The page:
maxleung is offline  
post #363 of 486 Old 01-21-2007, 09:46 AM
Senior Member
 
Charles Black's Avatar
 
Join Date: Sep 2003
Location: Lopez Island, Washington
Posts: 340
Mentioned: 0 Post(s)
Tagged: 0 Thread(s)
Quoted: 0 Post(s)
Liked: 10
I just increase the end to end gamma by .3 or so in ffdshow to get this under control. The ffdshow gamma control works OK, at least for small gamma adjustments. I have done the same thing with Powerstrip in the past and it worked too.
Charles Black is offline  
post #364 of 486 Old 02-21-2007, 11:02 PM
Member
 
Acrimony's Avatar
 
Join Date: Jul 2004
Posts: 27
Mentioned: 0 Post(s)
Tagged: 0 Thread(s)
Quoted: 0 Post(s)
Liked: 10
Do PCs represent black at 0 IRE or 7.5 IRE, or is it even relevant when discussing HTPCs?
Acrimony is offline  
post #365 of 486 Old 02-21-2007, 11:22 PM
 
ChrisWiggles's Avatar
 
Join Date: Nov 2002
Location: Seattle
Posts: 20,730
Mentioned: 0 Post(s)
Tagged: 0 Thread(s)
Quoted: 0 Post(s)
Liked: 14
Quote:
Originally Posted by Acrimony View Post

Do PCs represent black at 0 IRE or 7.5 IRE, or is it even relevant when discussing HTPCs?

It's not really relevant. Best just to deal with analog PC outputs in mV.

PS: this is discussed in the guide in my signature, which also references this thread which discusses this in further detail:

http://archive.avsforum.com/avs-vb/s...61#post4030461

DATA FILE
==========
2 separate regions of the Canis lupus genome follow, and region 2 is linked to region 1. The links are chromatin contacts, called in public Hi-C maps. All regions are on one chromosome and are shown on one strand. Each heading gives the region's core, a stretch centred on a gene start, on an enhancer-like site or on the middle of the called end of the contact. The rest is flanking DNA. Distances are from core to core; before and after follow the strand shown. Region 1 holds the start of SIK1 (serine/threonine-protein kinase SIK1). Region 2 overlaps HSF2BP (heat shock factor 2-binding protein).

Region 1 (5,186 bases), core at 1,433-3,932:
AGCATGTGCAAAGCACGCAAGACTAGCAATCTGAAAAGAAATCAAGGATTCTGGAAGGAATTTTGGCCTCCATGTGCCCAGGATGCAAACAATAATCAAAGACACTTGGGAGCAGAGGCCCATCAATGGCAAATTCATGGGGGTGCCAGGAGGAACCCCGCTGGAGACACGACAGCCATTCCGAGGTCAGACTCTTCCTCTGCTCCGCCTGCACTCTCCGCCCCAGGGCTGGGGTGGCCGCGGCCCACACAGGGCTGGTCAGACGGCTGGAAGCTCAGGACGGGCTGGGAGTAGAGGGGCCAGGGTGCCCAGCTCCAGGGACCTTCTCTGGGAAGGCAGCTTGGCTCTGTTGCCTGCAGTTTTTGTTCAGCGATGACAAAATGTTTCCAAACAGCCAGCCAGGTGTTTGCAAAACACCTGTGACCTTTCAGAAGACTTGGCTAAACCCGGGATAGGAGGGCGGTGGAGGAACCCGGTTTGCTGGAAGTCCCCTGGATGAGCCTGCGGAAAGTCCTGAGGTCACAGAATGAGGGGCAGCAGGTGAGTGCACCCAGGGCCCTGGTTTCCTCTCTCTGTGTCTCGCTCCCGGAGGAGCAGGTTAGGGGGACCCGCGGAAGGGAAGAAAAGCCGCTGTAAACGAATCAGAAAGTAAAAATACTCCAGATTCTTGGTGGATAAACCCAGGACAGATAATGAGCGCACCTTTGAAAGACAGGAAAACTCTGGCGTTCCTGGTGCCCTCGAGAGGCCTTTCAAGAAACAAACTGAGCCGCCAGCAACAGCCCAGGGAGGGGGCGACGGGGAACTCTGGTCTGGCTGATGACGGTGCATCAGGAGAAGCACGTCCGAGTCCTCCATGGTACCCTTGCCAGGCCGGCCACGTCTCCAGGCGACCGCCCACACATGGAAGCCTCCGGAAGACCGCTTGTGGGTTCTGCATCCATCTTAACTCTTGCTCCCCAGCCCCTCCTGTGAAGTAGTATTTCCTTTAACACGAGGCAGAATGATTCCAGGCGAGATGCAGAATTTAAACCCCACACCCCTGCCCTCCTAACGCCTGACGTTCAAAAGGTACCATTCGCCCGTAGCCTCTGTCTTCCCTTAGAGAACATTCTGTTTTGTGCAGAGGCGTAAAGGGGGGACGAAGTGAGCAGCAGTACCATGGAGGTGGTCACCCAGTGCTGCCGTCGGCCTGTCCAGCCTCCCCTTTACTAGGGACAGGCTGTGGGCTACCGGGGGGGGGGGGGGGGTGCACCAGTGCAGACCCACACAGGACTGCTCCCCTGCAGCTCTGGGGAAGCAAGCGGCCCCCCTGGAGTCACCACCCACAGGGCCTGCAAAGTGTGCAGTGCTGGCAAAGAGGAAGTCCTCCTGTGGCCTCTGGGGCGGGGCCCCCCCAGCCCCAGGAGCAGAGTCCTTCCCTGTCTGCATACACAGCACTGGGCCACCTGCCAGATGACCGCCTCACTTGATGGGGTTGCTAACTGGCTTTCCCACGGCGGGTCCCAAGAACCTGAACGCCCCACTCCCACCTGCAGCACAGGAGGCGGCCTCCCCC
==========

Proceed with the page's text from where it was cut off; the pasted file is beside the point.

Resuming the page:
ChrisWiggles is offline  
post #366 of 486 Old 02-22-2007, 04:44 AM
 
tbrunet's Avatar
 
Join Date: Jul 2005
Location: Savannah, GA
Posts: 2,750
Mentioned: 0 Post(s)
Tagged: 0 Thread(s)
Quoted: 0 Post(s)
Liked: 12
Quote:
Originally Posted by maxleung View Post

This can be quite annoying because it appears most DVDs are mastered with 2.5 gamma in mind.

Color correction and encoding CRT reference monitors (Sony, Ikegami, ect) are designed to have a ruler straight (OETF) power transfer function of 2.20 all the way down to 1% of reference white.

Gamma itself is subjective, and definitely interacts with viewing ambient. The OETF(optical/electric transfer function) for most if not all consumer displays is so far from the theoretical inverse of the encoding function (2.20) it's totally irrelevant.
tbrunet is offline  
post #367 of 486 Old 03-01-2007, 08:43 AM
AVS Special Member
 
Ozy666's Avatar
 
Join Date: Jul 2003
Posts: 2,158
Mentioned: 0 Post(s)
Tagged: 0 Thread(s)
Quoted: 0 Post(s)
Liked: 10
Quote:
Originally Posted by ChrisWiggles View Post